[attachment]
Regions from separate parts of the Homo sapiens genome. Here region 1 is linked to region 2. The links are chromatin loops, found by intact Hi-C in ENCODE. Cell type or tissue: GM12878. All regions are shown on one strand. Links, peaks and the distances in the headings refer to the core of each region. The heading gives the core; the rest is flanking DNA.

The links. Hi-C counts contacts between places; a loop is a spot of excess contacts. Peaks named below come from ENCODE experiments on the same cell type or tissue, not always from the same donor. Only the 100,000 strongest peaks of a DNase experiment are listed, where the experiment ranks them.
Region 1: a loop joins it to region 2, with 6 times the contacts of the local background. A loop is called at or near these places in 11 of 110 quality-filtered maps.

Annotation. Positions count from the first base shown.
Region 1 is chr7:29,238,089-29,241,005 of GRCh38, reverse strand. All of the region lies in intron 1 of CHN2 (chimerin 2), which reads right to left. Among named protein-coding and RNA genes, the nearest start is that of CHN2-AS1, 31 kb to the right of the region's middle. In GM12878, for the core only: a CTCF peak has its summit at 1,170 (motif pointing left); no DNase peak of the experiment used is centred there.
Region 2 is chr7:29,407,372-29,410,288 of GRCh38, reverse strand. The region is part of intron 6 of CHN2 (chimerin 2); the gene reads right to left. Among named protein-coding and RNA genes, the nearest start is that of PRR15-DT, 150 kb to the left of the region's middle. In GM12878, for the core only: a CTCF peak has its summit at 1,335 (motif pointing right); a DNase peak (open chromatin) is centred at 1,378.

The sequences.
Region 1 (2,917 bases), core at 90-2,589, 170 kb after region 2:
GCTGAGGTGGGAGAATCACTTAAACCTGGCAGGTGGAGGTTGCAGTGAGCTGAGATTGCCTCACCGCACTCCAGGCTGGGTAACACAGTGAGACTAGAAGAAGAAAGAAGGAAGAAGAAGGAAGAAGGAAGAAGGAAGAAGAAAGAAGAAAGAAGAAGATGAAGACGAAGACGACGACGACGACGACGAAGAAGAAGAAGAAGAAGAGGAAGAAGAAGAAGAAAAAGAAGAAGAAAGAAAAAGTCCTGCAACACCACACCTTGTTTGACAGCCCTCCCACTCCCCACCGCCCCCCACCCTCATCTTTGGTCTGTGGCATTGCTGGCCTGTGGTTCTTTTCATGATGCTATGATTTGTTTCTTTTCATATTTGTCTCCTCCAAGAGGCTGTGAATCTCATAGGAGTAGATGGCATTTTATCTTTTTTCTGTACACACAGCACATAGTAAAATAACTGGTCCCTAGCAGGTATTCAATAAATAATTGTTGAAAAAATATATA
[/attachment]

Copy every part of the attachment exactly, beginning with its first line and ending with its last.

Regions from separate parts of the Homo sapiens genome. Here region 1 is linked to region 2. The links are chromatin loops, found by intact Hi-C in ENCODE. Cell type or tissue: GM12878. All regions are shown on one strand. Links, peaks and the distances in the headings refer to the core of each region. The heading gives the core; the rest is flanking DNA.

The links. Hi-C counts contacts between places; a loop is a spot of excess contacts. Peaks named below come from ENCODE experiments on the same cell type or tissue, not always from the same donor. Only the 100,000 strongest peaks of a DNase experiment are listed, where the experiment ranks them.
Region 1: a loop joins it to region 2, with 6 times the contacts of the local background. A loop is called at or near these places in 11 of 110 quality-filtered maps.

Annotation. Positions count from the first base shown.
Region 1 is chr7:29,238,089-29,241,005 of GRCh38, reverse strand. All of the region lies in intron 1 of CHN2 (chimerin 2), which reads right to left. Among named protein-coding and RNA genes, the nearest start is that of CHN2-AS1, 31 kb to the right of the region's middle. In GM12878, for the core only: a CTCF peak has its summit at 1,170 (motif pointing left); no DNase peak of the experiment used is centred there.
Region 2 is chr7:29,407,372-29,410,288 of GRCh38, reverse strand. The region is part of intron 6 of CHN2 (chimerin 2); the gene reads right to left. Among named protein-coding and RNA genes, the nearest start is that of PRR15-DT, 150 kb to the left of the region's middle. In GM12878, for the core only: a CTCF peak has its summit at 1,335 (motif pointing right); a DNase peak (open chromatin) is centred at 1,378.

The sequences.
Region 1 (2,917 bases), core at 90-2,589, 170 kb after region 2:
GCTGAGGTGGGAGAATCACTTAAACCTGGCAGGTGGAGGTTGCAGTGAGCTGAGATTGCCTCACCGCACTCCAGGCTGGGTAACACAGTGAGACTAGAAGAAGAAAGAAGGAAGAAGAAGGAAGAAGGAAGAAGGAAGAAGAAAGAAGAAAGAAGAAGATGAAGACGAAGACGACGACGACGACGACGAAGAAGAAGAAGAAGAAGAGGAAGAAGAAGAAGAAAAAGAAGAAGAAAGAAAAAGTCCTGCAACACCACACCTTGTTTGACAGCCCTCCCACTCCCCACCGCCCCCCACCCTCATCTTTGGTCTGTGGCATTGCTGGCCTGTGGTTCTTTTCATGATGCTATGATTTGTTTCTTTTCATATTTGTCTCCTCCAAGAGGCTGTGAATCTCATAGGAGTAGATGGCATTTTATCTTTTTTCTGTACACACAGCACATAGTAAAATAACTGGTCCCTAGCAGGTATTCAATAAATAATTGTTGAAAAAATATATA